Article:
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Saudi, Egypt power grid moves forward

Sep 18 , 2007 - ArabianBusiness.com

The electrical interconnectivity project of the Saudi and Egyptian grids, the region's largest in terms of capacity and expansion, took a step closer this week after the Egyptian minister of electricity and energy reiterated the positive feasibility of technical studies for the project.

Hassan Yunis said in a statement on Saturday that the report submitted by the chairman of Egyptian Electricity Holding Company, following his participation in a committee of electricity experts held in Saudi Arabia, stressed the importance of the implementation of the project, state news agency SPA reported.

The chairman noted that there is considerable interest from both countries to speed implementation of the project, quoted SPA.

Yunis will meet his Saudi counterpart during his next visit to the kingdom to discuss the final reports, the implementation steps, and the financing of the project.

Yunis said that the importance of the project comes from the fact that electricity networks in Egypt and Saudi Arabia represent more than 85% of the electricity capacity in the Arab nations and serve all Arab networks.

The minister stressed that the link is the nucleus of comprehensive Arab electricity linkage where the first phase is being implemented by linking the Gulf Cooperation Council (GCC) states and neighbouring countries.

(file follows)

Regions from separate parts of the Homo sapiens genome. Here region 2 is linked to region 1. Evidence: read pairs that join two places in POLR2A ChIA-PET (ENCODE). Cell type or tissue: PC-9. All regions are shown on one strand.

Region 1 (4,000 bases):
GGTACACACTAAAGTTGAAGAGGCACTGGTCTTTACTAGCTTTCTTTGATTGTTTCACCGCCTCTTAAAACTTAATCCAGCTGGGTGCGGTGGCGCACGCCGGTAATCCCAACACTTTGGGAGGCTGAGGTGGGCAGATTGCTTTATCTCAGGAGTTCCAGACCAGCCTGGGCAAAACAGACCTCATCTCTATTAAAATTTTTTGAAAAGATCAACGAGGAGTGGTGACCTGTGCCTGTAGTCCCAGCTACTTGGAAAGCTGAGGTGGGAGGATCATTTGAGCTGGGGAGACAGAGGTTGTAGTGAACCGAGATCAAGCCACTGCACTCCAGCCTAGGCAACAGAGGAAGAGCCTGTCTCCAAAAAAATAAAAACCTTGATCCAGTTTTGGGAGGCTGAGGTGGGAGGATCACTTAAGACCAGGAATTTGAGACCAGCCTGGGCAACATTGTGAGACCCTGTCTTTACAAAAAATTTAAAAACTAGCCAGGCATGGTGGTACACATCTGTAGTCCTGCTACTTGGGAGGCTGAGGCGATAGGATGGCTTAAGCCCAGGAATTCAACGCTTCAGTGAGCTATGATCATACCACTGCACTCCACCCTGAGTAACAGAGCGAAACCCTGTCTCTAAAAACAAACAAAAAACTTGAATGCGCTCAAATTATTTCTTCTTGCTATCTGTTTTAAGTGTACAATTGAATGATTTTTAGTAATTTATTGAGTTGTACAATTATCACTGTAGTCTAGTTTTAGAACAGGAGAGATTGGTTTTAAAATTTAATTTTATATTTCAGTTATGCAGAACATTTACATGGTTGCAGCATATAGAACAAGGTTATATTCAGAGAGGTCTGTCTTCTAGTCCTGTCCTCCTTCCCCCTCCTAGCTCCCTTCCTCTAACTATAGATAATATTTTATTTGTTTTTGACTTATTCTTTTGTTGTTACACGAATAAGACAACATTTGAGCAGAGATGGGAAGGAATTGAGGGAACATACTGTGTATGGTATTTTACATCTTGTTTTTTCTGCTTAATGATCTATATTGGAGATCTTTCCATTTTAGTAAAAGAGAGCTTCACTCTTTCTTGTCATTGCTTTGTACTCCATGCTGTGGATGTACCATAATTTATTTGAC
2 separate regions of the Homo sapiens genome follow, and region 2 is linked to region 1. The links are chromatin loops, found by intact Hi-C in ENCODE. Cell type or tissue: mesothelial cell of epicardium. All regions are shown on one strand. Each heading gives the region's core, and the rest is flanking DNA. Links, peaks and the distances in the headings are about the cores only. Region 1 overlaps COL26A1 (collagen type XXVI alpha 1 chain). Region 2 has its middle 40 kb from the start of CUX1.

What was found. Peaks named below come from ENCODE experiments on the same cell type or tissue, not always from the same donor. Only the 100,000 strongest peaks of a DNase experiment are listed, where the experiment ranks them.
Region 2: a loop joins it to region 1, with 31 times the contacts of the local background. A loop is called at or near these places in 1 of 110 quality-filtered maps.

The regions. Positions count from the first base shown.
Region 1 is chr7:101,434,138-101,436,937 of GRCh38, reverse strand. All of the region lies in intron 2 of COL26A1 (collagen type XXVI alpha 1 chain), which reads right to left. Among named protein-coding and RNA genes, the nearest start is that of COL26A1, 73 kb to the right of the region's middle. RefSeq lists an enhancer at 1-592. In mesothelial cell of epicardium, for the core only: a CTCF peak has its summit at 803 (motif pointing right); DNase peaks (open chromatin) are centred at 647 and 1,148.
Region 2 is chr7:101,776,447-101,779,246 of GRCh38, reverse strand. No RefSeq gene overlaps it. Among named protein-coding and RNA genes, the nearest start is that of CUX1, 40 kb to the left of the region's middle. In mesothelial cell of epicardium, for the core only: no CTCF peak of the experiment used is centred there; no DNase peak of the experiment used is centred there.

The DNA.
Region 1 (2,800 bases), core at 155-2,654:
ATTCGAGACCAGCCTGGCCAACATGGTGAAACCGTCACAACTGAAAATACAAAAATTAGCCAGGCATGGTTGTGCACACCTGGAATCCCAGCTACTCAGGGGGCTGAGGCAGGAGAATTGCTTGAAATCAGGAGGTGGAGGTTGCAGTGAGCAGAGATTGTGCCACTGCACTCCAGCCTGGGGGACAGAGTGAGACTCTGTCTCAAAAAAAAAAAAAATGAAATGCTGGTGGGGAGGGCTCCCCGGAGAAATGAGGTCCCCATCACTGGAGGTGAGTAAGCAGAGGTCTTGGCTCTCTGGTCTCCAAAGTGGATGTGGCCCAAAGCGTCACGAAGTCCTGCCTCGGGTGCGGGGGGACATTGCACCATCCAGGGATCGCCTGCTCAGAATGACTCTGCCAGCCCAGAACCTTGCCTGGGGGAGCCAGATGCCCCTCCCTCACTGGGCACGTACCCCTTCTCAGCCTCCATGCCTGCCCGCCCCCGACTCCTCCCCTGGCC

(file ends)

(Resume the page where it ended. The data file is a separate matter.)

According to the GCC Interconnection Authority (GCCIA), the first phase of the $7 billion GCC power grid would be completed by the end of next year and it is expected to go into operation in the first quarter of 2009.

More than 30% of the construction in the $1.1 billion first phase, which will link Saudi Arabia to Bahrain, Kuwait and Qatar through 800 kilometres of transmission lines, was completed at the end of June.

Last September, Egypt and Saudi Arabia signed a contract to study the possibility of connecting their electrical grids. The Egypt's energy minister estimated back then that the study would cost $2.6 million.

The connectivity of Arab countries would be part of a much larger effort by the EU, Mediterranean countries, and Middle Eastern nations to allow the trading of electricity across the region, and it would bring GCC countries in line to join the world's largest electrical interconnection scheme, the Mediterranean Ring project.

Currently, North African countries are connected to Jordan, Syria, and Turkey through Egypt. Morocco has been connected to Europe through Spain since 1997. Plans are also being discussed to connect Egypt to sub-Saharan African countries through the Nile Basin Initiative.

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